A Day In Black History

In 1860, a white family of wealthy landowners by the last name of Halstead gifted one acre of land to the blacks of Rye, New York to be used as a burial ground for black Civil-War Veterans. http://www.blackamericaweb.com/?q=articles/news/the_black_diaspora_news/23819

Charles Alston (a.k.a. “Spinky”) of Charlotte, North Carolina was an artist who taught the best of the Harlem Renaissance. Among Alston’s students was the great painter Jacob Lawrence.  To earn a living while studying his craft, Alston was an illustrator, designing album covers for Duke Ellington and Langston Hughes. http://www.blackamericaweb.com/?q=articles/news/the_black_diaspora_news/23791

Model and designer Madame Emma Ophelia Devore, the first mixed-race supermodel in America, helped to establish The Grace Del Marco Agency, the first modeling agency for women of color in the United States. http://www.blackamericaweb.com/?q=articles/news/the_black_diaspora_news/23595

At 33rd Street and Wabash Avenue in Chicago, the first black amusement park called Joyland brought joy to children and adults alike for years. Joyland Park was established in 1923 by W.C.S. & S Amusement Company. Joyland was designed to entertain the growing number of African-Americans in the Bronzeville neighborhood of south side Chicago. http://www.blackamericaweb.com/?q=articles/news/the_black_diaspora_news/23558

Marian Anderson, a contralto opera singer, was the first black person to perform at the renowned Metropolitan Opera of New York in January of 1955. Her work as an accomplished singer served as a catalyst of civil rights for many musicians. She was born to a family led by a father who sold liquor for […]

Norman Seabrooks is the first African-American football player for the famous military training base, The Citadel. The road was anything but easy for Seabrooks, who joined the institution’s team in 1969. http://www.blackamericaweb.com/?q=articles/news/the_black_diaspora_news/23445  

Lobo the Cowboy was the first African-American comic superhero originated by Dell Comics in 1965. Created by writer D.J. Arneson and illustrated by Tony Tallarico, Lobo was a gun-toting, wealthy African-American cowboy in the old West. In the short-lived series of only two issues featuring Lobo, the character was known to leave his signature item. […]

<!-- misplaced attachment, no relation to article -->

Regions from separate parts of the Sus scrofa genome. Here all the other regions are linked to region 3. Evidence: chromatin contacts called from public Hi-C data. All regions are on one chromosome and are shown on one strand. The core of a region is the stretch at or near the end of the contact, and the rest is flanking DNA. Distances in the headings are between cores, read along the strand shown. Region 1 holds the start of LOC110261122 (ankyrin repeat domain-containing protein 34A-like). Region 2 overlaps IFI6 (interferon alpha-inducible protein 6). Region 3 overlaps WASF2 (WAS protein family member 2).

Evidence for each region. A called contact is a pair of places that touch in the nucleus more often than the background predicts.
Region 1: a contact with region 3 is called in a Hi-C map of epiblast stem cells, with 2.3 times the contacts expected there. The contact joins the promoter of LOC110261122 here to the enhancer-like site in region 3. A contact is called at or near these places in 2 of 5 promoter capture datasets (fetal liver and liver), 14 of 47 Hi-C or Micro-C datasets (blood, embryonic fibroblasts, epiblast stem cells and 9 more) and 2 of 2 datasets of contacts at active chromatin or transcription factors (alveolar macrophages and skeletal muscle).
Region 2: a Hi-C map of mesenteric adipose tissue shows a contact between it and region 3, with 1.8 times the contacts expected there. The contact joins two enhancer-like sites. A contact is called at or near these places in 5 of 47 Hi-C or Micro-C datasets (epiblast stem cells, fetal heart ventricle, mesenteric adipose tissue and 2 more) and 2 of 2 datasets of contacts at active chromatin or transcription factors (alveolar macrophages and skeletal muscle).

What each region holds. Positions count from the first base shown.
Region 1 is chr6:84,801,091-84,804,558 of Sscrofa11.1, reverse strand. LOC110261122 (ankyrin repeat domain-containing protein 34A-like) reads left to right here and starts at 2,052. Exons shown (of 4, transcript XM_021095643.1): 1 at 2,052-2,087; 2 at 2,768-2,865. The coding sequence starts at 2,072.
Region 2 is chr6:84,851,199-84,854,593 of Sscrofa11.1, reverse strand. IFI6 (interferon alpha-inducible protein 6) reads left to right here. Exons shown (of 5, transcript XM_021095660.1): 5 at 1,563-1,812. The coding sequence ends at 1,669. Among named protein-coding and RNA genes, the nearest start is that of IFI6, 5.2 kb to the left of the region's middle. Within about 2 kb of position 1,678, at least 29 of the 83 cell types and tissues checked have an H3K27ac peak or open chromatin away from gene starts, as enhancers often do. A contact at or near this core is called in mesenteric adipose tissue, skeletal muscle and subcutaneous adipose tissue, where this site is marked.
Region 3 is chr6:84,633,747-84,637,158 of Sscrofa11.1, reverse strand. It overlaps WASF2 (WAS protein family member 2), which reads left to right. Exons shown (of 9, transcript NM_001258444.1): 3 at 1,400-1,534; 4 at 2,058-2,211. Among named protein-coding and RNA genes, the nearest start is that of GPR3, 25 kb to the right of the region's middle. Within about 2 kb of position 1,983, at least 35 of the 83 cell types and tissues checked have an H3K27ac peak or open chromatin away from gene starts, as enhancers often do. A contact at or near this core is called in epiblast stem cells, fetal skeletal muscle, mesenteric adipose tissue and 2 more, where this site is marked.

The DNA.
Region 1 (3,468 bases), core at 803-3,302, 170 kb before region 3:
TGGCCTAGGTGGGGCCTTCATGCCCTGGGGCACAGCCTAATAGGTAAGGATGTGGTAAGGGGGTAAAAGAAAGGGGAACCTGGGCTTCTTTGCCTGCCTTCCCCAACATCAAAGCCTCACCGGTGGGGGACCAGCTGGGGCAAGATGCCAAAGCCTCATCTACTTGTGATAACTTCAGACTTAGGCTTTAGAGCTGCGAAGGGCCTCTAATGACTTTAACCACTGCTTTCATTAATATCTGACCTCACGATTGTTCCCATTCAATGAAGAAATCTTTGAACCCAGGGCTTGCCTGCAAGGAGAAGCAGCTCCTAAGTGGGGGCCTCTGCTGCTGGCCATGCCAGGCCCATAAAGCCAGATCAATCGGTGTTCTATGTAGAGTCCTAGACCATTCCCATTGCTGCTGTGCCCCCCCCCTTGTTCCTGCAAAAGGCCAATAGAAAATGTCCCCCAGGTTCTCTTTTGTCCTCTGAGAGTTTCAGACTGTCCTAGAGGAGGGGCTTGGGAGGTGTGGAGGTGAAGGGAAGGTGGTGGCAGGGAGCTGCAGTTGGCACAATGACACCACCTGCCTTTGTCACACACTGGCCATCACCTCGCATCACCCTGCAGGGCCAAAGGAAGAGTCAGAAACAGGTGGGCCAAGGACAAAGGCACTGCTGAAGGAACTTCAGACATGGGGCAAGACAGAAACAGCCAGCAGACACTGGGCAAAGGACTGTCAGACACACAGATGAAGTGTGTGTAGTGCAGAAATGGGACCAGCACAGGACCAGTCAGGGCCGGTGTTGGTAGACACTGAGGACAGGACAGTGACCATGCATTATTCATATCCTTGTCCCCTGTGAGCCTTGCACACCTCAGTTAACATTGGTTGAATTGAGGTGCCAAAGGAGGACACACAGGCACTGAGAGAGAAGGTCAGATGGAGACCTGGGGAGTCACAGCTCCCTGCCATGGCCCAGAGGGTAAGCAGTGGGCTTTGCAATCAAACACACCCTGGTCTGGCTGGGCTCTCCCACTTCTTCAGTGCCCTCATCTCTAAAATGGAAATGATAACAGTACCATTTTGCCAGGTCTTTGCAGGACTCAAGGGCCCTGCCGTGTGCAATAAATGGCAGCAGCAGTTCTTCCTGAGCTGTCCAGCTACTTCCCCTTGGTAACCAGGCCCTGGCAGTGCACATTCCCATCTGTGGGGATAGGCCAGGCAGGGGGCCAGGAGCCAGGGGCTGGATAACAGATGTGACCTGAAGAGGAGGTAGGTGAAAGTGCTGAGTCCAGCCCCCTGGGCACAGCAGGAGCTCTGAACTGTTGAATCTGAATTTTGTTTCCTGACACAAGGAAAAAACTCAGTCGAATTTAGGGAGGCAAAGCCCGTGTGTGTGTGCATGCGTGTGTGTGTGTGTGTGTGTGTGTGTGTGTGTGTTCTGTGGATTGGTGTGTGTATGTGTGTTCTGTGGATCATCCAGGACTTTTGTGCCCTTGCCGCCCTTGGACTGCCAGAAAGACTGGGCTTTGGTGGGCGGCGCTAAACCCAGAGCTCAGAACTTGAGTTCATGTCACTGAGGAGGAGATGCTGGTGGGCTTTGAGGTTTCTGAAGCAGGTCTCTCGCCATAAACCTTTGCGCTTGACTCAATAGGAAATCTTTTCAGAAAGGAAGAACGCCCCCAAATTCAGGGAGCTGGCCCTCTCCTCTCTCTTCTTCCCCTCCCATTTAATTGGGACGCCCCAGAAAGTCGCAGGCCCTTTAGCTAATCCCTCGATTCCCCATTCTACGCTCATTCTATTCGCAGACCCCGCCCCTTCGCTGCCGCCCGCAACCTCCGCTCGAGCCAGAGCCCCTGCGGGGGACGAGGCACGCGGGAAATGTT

At around seven years old, Jacobus Capitein of Ghana was kidnapped from his parents in sub-saharan Africa and sent to the Dutch, where he was purchased by Arnold Steenhard. Steenhard gave Capitein as a gift to Jacob Van Goch, who took him to Holland in 1728 (Goch was actually the one to give him the […]

Doris Miller was a cook, third class, in the U.S. Navy who showed amazing heroism during the attack on Pearl Harbor. His actions caused him to be the first African-American to be awarded the Navy Cross. Nicknamed the “Raging Duck,” Miller, a Waco, Texas native, was often suspended from school as a child for picking […]

Shirley Verrett, an African-American mezzo-soprano opera singer, passed away at the age of 79 Friday. http://www.blackamericaweb.com/?q=articles/news/the_black_diaspora_news/23329

Lewis and Harriet Hayden were escaped slaves and abolitionist leaders of the early 1900s. The couple would conduct politically charged meetings in their clothing store, located on Cambridge Street in Boston, in addition to outfitting slaves. While Lewis Hayden worked the store, Harriet Hayden would run a boarding house out of their home at 66 […]

Canadian boxer Sam Langford developed a reputation of being one of the most hard-hitting and punishing boxers in history, though he never placed as a an American champion. In his first two years of professional boxing, Langford would defeat the great lightweight boxer, Joe Gans. http://www.blackamericaweb.com/?q=articles/news/the_black_diaspora_news/23262